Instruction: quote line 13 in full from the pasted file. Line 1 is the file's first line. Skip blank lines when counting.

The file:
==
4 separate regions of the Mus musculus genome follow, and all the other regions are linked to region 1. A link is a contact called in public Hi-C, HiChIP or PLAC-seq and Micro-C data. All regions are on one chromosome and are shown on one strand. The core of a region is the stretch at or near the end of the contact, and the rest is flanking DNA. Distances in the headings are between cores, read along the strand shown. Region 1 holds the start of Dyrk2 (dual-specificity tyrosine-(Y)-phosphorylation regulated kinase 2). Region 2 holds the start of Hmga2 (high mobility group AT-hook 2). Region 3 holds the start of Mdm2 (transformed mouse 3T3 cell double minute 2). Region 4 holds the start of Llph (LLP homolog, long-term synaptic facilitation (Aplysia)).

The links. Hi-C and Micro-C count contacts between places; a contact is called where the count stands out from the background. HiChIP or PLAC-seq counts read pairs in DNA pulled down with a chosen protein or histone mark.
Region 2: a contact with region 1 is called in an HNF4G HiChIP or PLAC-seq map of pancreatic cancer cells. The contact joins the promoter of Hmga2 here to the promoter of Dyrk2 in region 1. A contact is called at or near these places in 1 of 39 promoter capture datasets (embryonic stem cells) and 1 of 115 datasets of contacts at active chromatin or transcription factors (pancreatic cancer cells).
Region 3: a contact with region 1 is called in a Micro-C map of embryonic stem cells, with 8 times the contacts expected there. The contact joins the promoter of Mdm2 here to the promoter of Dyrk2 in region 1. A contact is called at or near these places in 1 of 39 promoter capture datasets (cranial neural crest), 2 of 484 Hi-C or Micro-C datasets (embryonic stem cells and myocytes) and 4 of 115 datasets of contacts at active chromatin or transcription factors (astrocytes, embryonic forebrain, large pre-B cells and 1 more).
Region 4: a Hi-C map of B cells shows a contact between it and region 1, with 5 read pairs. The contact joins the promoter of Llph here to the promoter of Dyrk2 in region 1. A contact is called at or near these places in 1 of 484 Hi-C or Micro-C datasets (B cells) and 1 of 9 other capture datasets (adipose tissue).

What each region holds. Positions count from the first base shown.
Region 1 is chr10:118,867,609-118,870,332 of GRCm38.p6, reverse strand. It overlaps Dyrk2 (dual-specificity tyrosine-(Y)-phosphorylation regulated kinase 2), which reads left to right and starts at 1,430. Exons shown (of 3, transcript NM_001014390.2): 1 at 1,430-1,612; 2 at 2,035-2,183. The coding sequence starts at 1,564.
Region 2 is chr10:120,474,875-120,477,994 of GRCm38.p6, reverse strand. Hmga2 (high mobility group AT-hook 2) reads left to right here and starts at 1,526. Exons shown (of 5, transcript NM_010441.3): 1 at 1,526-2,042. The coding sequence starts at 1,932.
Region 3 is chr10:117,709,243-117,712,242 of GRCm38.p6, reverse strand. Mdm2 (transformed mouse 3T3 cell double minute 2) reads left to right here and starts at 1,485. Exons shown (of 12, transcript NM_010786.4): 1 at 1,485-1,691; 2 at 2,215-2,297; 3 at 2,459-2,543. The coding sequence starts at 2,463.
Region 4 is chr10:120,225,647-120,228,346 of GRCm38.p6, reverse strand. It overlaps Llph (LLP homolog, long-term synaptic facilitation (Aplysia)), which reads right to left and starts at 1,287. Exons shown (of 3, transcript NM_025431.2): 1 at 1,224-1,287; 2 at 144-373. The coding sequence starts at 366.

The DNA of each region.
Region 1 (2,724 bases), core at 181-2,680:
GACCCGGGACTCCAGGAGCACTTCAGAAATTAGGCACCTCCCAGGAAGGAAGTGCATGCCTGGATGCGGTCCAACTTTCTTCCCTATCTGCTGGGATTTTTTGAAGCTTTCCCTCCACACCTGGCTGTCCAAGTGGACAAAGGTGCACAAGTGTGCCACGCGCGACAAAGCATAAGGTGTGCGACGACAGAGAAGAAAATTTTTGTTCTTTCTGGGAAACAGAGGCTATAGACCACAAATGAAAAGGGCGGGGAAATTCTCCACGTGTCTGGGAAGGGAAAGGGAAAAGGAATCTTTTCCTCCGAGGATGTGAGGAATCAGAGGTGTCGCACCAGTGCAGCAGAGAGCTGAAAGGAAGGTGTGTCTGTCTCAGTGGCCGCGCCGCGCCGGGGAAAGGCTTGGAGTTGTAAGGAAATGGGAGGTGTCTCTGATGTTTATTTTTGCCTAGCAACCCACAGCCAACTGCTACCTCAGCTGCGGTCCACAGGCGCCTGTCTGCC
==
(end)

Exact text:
GACCCGGGACTCCAGGAGCACTTCAGAAATTAGGCACCTCCCAGGAAGGAAGTGCATGCCTGGATGCGGTCCAACTTTCTTCCCTATCTGCTGGGATTTTTTGAAGCTTTCCCTCCACACCTGGCTGTCCAAGTGGACAAAGGTGCACAAGTGTGCCACGCGCGACAAAGCATAAGGTGTGCGACGACAGAGAAGAAAATTTTTGTTCTTTCTGGGAAACAGAGGCTATAGACCACAAATGAAAAGGGCGGGGAAATTCTCCACGTGTCTGGGAAGGGAAAGGGAAAAGGAATCTTTTCCTCCGAGGATGTGAGGAATCAGAGGTGTCGCACCAGTGCAGCAGAGAGCTGAAAGGAAGGTGTGTCTGTCTCAGTGGCCGCGCCGCGCCGGGGAAAGGCTTGGAGTTGTAAGGAAATGGGAGGTGTCTCTGATGTTTATTTTTGCCTAGCAACCCACAGCCAACTGCTACCTCAGCTGCGGTCCACAGGCGCCTGTCTGCC